Irving Wallace does drop one very big clanger in this discourse-on the “best car in the world.” He informs his readers that “Sir Malcolm Campbell purchased a complete Rolls-Royce merely so that he could remove its engine, install this in a racing car, and, flashing over the Bonneville salt beds in Utah, become the first person to drive more than five-miles-a-minute.” The thought of a production Rolls-Royce with a supercharged 2,350 b.h.p. R-type racing aeroplane engine (boosted to 2,500 r.p.m., with a full-throttle life of about three minutes, vide “The World’s Land Speed Record”—Phoenix House, 1964) is certainly very droll indeed. In a sequel to the first edition of his book Wallace adds up-to-date information, including references to the ” Yellow Rolls-Royce ” film, the Vanden Plas Princess-R, and post-war production methods, quoting output as 35 cars a week, of which, he says, there may be 1,200 a year sold in Britain, 600 in the U.S.A., and comparing this with Cadillac’s output of 150,000 cars a year. Writing before the advent of the Silver Shadow, Wallace touches on the old-fashioned aspects of the Rolls-Royce, and the fact that the Mercedes-Benz 600 was more comfortable, safer, faster, better handling than a Silver Cloud III, a view aired some years ago in Motor Sport. He gives the number of R.-R. employees as 7,000 on cars, 42,000 on the aero engine side.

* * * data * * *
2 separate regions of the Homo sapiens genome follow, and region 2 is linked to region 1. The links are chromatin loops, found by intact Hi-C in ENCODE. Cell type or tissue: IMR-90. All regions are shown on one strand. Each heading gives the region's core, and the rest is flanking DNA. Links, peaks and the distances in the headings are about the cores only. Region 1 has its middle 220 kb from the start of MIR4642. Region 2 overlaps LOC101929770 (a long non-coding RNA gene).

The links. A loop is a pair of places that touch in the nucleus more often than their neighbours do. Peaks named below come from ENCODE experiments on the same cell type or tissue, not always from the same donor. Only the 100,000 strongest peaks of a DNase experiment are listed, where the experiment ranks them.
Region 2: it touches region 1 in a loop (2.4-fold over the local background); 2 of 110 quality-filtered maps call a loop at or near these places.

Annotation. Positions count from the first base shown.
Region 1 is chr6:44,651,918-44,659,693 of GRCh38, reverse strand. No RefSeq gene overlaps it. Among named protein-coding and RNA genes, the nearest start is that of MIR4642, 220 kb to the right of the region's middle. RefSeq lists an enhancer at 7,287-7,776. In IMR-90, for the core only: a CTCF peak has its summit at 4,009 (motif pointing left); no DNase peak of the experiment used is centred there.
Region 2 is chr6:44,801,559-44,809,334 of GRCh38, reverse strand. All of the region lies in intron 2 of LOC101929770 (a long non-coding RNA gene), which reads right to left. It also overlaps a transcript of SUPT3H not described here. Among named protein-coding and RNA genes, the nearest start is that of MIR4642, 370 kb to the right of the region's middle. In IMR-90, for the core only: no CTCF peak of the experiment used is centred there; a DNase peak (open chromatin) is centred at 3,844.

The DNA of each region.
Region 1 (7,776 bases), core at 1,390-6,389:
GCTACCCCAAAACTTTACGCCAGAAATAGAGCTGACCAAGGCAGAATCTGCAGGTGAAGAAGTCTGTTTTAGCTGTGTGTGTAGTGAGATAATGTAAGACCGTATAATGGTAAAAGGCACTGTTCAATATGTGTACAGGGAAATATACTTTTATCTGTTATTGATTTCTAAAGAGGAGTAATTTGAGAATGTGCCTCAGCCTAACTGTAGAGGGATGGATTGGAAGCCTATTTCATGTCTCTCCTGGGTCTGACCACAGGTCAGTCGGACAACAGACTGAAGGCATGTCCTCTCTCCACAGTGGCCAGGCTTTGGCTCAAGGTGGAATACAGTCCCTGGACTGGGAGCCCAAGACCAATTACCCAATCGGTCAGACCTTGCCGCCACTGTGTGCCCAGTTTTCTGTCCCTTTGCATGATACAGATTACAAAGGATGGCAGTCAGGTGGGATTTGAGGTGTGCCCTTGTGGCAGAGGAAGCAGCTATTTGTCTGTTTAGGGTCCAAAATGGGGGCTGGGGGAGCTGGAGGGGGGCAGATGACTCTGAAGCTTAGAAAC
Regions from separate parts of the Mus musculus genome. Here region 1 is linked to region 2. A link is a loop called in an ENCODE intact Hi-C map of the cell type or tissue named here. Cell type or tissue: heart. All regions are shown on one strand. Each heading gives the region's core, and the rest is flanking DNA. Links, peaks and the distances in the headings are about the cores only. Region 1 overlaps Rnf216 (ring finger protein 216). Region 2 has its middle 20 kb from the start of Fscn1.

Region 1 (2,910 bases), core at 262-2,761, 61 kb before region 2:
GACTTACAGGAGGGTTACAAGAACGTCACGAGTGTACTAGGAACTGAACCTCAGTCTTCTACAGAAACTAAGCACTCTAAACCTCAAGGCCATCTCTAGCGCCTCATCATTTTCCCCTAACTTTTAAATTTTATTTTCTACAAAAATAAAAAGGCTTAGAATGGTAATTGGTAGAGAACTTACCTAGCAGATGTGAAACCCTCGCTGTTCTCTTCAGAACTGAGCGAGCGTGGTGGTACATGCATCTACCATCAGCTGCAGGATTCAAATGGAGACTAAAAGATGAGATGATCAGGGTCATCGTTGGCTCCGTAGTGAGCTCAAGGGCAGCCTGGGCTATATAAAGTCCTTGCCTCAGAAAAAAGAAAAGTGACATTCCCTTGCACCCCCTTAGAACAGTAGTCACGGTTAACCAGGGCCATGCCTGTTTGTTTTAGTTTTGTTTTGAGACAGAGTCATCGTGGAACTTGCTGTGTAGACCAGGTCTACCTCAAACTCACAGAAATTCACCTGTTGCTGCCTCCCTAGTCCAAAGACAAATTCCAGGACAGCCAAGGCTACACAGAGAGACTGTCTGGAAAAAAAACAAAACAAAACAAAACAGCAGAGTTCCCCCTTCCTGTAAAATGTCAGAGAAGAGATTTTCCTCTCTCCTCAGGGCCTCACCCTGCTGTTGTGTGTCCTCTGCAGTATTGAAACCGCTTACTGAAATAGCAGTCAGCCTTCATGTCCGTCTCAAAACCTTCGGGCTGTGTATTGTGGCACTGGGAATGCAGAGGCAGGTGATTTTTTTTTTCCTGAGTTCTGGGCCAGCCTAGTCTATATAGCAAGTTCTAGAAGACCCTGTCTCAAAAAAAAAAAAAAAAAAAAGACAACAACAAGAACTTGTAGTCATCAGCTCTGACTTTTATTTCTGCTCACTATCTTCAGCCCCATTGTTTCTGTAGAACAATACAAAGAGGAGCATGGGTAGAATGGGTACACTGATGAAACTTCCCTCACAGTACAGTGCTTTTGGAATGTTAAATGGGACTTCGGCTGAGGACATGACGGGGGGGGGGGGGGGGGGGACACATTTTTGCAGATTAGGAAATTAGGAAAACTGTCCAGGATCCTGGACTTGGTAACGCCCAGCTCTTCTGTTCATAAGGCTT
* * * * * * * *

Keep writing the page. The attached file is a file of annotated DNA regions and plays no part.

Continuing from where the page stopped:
This author is very interesting on the subject of Rolls-Royce’s cautious approach to publicity, just after the last war and how David Ogilvy (who created “the man in a Hathaway shirt” and promoted Schweppes and Beefeater) handled the R.-R. advertising account in America.

If you are interested in the Rolls-Royce cars owned by Queen Elizabeth, Princess Margaret, the Duchess of Kent, King Ibn Saud, Czar Nicholas of Russia, Emperor Yoshihito of Japan, Woodrow Wilson, the Aga Khan, King Rama VI of Siam (who translated Shakespeare into English), Hirohito, President Aleman, Mohammed Reza Pahlevi, Lord Louis Mountbatten (this one has recently changed hands and His Lordship has given its special mascot to the new owner), Sir Alexander Korda, Lord Derby, Mrs. Cornelius Vanderbilt (still using a 1913 model in 1946), Mrs. Otto Khan (who went one better, by retaining in service a 1911 model), J. P. Morgan of Wall Street, William Randolph Hearst, the Nizam of Hyderabad, the Gaekwar of Baroda, Anastas Mikoyan, Nubar Gulbenkian, Gregory Peck, the English painter Cecil Michaelis, many pre-war Hollywood film-stars, Father Devine (who paid 150-dollars for his 1933 model) and a good share of India’s remaining 661 princes—”not many of whom,” as one R.-R. agent puts it, “wash their own cars “—they are mentioned in chapter eleven of “The Sunday Gentleman.” Why isn’t the author’s name in the list ? Because he owns a Cadillac.—W. B.